I support both taxes. The lodging tax is a major means of recapturing some of the costs Sandpoint residents bear because we have a tourist industry. Tax on liquor by the drink falls partially on locals, but paying 6-cents on a $3 glass of wine or beer won't be a hardship on those who can afford the original $3 and it could provide substantial revenue to the city. Therefore, I support both.

I would change how that revenue is handled. The community would be involved in deciding where those funds are spent.  

4. What conditions – for example, impact fees or provisions for affordable housing – should the city place on requests by adjacent property owners for annexation into the city?
Areas adjacent to Sandpoint (Areas of City Impact) are considered potential parts of the city. As such, the conditions I mentioned in answering the first question should apply and development there should meet current city standards. Waiving impact fees if "affordable" housing is planned sounds good on the surface since impact fees increase the final cost of a home, but we must remember that impact fees are designed to cover the costs the city incurs in providing needed services to the new development. If those fees are waived, it really means that the rest of us cover the cost of providing services to that project. There may well be conditions that are so beneficial to the entire community that waiving impact fees could be considered. That decision, however, would have to be made with public scrutiny and be seriously debated.     

5. Downtown traffic and parking are two oft-cited city ills. There are efforts currently under way by the City and the DSBA to improve parking. Do you think these efforts are on the right track?  What would you do to improve parking downtown?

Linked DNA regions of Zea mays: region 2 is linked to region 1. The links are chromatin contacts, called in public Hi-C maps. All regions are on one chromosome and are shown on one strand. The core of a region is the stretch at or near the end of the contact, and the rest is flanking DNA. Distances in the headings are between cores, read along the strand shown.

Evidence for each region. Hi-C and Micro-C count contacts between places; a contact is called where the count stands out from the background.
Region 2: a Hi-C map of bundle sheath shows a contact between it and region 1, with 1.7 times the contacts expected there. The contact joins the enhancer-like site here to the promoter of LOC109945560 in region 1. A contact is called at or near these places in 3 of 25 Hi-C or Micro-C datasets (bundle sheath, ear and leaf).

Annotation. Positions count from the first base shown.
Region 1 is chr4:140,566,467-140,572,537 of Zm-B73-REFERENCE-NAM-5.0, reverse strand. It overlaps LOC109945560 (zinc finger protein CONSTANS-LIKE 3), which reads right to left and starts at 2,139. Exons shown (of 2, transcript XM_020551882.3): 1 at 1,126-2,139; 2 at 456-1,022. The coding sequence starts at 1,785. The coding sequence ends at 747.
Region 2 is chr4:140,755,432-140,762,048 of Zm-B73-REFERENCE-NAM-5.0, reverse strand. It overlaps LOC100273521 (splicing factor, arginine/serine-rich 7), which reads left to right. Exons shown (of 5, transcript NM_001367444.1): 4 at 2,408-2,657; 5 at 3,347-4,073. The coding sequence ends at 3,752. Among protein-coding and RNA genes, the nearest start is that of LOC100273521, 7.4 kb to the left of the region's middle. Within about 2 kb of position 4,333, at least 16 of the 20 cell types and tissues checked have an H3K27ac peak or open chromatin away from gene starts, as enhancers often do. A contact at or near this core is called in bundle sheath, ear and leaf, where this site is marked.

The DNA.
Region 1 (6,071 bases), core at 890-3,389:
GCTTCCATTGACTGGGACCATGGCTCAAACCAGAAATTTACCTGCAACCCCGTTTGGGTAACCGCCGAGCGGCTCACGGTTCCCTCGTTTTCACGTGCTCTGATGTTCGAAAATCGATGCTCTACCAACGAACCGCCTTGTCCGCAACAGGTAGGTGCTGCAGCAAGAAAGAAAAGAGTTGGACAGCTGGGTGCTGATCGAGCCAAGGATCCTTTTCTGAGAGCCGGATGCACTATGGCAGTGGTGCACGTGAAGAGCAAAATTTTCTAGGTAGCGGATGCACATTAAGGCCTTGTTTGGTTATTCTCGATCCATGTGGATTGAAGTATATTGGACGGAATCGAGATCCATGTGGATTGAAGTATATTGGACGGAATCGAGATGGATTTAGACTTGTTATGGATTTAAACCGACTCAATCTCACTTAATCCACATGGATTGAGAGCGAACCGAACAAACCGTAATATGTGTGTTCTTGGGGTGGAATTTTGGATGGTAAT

6. Although the Idaho Transportation Department was recently granted a permit for the Sand Creek bypass, it has conditions to meet and also faces a lawsuit from opponents. As the bypass will have major impacts on the city, voters want to know where candidates stand. First: Do you favor or oppose the Sand Creek route for a bypass, and why? Second: Among the issues involved, an offer by ITD to give the city land alongside the bypass in exchange for maintaining a new park has been a matter of contention; do you favor or oppose that proposal? Third: ITD has made no commitment to turn control of the Highway 95 route along First, Cedar and Fifth back to the city after the bypass is built; do you believe that should be a condition for the city to support the bypass?
I don't think most supporters of the bypass would pick the Sand Creek route today if offered another viable choice. But that is the choice of ITD and that is what we must face. The real question should be whether I would use city resources or my time to fight this decision. My answer is no, because it would make little difference and our efforts are better spent addressing problems we can solve.